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    Publisher: Luath Press

    Willie Park Junior: The Man Who Took Golf to the World

    £25.00
    In the 19th century, Musselburgh was a hotbed of golfing genius and the local links produced five Open Champions including Willie Park Junior. More than a good golfer, he redefined the image of the golf professional and the game itself.
    ISBN: 9781905222216
    AuthorWalter Stephen
    Pub Date01/07/2005
    BindingHardback
    Pages320
    Availability: In Stock

    In the 19th century, Musselburgh was a hotbed of golfing genius and the local links produced five Open Champions. One of these was Willie Park Junior. More than a good golfer, he redefined the image of the golf professional and took the game from being an esoteric pastime to its present status as a world game. As well as winning the Open in 1887 and 1889, Willie played challenge and demonstration matches at home, in Europe and in North America. His workshops turned out golf balls and clubs to his own design and he had retail outlets in Edinburgh, Manchester, London, New York and Montreal. He designed and laid out over 100 golf courses in the British Isles and Western Europe.

    When he published The Game of Golf in 1896 it was the first book on the game written by a professional. World War I killed off Willie's activities at home, so he moved across the Atlantic. Concentrating on course design he engineered over 40 courses in the US and 20 in Canada. Willie Park was the epitome of Scottish Victorian enterprise. Though not alone, he was the most active of missionaries, taking the skills and equipment of a local game to what were then the two major continents.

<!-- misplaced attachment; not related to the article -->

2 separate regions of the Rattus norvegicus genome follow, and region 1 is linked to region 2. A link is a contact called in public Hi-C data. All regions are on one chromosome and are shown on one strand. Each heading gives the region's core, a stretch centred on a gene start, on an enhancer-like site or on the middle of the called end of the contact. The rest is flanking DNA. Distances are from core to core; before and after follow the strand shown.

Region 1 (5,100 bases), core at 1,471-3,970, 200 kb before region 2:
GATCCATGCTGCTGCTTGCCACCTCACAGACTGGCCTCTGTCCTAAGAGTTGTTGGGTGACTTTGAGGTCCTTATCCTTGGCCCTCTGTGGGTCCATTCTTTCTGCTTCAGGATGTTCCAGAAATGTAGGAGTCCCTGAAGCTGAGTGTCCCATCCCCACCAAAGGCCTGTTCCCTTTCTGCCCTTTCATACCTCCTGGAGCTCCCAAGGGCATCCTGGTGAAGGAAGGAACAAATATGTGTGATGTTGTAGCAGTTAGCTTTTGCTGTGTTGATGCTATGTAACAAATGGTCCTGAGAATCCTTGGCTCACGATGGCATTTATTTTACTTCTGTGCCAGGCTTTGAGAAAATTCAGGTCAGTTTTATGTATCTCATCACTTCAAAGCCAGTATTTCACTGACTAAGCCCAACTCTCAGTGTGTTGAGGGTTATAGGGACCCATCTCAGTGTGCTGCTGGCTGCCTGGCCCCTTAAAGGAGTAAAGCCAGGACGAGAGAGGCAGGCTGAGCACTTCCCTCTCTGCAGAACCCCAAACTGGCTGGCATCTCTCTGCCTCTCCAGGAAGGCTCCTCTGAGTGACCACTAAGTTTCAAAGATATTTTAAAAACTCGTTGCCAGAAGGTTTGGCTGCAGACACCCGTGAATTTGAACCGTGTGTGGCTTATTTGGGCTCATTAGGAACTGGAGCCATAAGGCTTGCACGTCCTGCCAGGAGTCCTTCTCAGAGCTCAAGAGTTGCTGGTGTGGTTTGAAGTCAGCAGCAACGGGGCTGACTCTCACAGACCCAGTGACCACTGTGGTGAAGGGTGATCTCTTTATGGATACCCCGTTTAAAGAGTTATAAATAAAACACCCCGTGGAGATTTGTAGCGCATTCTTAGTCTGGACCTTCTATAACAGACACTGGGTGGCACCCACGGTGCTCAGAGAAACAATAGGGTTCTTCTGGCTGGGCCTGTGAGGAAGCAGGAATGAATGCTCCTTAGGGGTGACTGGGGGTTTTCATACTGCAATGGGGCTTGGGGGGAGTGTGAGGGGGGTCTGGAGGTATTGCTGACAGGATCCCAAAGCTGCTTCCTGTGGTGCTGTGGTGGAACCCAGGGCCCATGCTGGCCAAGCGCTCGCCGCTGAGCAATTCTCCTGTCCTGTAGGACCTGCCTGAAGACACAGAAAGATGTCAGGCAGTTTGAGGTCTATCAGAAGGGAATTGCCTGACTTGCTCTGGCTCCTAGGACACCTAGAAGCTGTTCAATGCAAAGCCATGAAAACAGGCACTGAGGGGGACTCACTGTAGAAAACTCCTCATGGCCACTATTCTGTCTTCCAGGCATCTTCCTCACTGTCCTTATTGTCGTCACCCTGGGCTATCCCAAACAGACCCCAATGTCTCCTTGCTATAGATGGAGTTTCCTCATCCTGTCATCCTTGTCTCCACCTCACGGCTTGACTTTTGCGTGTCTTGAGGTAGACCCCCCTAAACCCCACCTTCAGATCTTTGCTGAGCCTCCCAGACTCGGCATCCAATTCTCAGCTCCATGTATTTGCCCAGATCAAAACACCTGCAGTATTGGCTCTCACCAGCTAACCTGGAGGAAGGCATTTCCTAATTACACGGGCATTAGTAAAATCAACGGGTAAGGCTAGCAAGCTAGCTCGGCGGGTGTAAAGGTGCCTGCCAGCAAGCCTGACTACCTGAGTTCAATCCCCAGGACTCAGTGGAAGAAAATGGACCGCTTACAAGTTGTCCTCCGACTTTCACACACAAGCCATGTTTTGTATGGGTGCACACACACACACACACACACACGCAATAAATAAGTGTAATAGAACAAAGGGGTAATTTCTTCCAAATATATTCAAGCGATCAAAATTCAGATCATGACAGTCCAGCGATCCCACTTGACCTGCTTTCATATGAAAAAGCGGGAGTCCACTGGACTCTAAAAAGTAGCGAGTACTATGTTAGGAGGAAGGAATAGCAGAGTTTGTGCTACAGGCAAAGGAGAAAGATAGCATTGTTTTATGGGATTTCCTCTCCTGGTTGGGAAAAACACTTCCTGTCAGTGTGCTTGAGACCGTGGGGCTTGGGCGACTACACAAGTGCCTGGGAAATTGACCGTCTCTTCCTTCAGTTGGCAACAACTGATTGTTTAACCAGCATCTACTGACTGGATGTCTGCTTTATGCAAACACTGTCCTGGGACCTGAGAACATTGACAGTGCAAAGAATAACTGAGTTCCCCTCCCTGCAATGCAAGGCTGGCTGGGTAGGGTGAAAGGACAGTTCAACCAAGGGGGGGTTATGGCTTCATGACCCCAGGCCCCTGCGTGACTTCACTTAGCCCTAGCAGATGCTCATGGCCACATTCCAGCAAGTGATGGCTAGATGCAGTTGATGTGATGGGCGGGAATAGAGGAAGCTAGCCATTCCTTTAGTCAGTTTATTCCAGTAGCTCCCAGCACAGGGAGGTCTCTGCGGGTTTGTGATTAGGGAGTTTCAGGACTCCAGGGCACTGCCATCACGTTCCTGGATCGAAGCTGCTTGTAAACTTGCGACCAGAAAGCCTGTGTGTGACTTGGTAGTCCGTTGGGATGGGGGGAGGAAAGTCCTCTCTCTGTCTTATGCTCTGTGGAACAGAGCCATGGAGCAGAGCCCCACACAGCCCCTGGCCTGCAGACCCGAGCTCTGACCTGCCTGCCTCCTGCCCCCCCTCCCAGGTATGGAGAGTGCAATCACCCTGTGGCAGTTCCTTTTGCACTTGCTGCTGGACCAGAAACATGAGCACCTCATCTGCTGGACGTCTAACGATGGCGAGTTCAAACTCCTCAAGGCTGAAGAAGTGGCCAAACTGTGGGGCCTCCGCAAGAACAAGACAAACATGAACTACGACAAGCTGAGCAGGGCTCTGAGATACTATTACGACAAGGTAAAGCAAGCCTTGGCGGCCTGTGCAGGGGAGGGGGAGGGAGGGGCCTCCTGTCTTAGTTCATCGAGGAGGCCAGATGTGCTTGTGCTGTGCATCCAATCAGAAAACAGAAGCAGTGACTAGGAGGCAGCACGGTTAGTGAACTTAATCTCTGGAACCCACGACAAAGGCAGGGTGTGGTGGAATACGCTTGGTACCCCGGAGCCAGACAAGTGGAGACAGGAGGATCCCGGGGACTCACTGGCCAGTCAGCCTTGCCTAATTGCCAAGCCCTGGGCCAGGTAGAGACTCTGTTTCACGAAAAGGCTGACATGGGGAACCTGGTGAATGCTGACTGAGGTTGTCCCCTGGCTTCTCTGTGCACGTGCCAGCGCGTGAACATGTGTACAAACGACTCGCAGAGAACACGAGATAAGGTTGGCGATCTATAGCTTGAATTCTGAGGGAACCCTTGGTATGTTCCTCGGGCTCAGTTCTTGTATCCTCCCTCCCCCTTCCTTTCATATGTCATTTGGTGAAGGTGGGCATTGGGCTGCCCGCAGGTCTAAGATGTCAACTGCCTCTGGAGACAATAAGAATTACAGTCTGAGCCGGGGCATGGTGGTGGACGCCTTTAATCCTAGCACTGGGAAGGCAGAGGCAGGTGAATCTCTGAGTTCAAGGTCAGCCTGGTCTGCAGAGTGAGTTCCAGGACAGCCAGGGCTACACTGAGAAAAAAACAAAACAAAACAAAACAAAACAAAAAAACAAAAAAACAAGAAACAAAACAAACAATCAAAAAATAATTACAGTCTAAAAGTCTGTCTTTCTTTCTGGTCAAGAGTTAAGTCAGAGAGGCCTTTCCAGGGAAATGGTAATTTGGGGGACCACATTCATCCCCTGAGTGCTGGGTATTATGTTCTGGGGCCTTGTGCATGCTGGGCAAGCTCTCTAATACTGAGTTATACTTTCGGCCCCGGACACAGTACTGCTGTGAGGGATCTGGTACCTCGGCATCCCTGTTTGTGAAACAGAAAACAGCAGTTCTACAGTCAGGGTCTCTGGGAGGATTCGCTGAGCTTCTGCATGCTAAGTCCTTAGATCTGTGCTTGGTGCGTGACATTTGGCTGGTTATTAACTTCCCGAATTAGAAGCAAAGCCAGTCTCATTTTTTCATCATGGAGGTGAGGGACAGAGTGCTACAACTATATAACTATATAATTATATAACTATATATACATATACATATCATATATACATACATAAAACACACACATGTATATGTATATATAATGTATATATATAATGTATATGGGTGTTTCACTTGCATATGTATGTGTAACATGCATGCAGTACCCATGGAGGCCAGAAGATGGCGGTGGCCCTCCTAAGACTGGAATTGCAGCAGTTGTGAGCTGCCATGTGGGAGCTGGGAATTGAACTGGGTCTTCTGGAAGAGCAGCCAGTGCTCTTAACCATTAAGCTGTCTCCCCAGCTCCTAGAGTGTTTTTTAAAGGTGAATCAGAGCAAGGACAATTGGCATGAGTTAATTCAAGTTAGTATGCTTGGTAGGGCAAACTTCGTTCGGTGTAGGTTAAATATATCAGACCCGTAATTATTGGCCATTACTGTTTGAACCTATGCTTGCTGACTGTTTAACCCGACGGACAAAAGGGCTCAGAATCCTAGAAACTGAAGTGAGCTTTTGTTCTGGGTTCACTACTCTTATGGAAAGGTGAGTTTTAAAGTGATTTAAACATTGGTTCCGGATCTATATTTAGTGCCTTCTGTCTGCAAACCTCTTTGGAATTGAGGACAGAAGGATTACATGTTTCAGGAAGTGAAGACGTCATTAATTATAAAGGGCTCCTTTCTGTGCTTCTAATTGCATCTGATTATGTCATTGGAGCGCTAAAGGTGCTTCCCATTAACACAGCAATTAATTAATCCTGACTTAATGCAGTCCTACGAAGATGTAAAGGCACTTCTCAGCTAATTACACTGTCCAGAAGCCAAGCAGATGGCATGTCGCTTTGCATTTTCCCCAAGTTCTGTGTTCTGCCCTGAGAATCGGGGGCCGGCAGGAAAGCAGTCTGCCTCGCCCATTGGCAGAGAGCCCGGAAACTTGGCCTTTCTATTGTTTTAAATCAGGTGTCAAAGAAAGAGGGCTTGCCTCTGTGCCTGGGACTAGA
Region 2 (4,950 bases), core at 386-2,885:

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    In the 19th century, Musselburgh was a hotbed of golfing genius and the local links produced five Open Champions. One of these was Willie Park Junior. More than a good golfer, he redefined the image of the golf professional and took the game from being an esoteric pastime to its present status as a world game. As well as winning the Open in 1887 and 1889, Willie played challenge and demonstration matches at home, in Europe and in North America. His workshops turned out golf balls and clubs to his own design and he had retail outlets in Edinburgh, Manchester, London, New York and Montreal. He designed and laid out over 100 golf courses in the British Isles and Western Europe.

    When he published The Game of Golf in 1896 it was the first book on the game written by a professional. World War I killed off Willie's activities at home, so he moved across the Atlantic. Concentrating on course design he engineered over 40 courses in the US and 20 in Canada. Willie Park was the epitome of Scottish Victorian enterprise. Though not alone, he was the most active of missionaries, taking the skills and equipment of a local game to what were then the two major continents.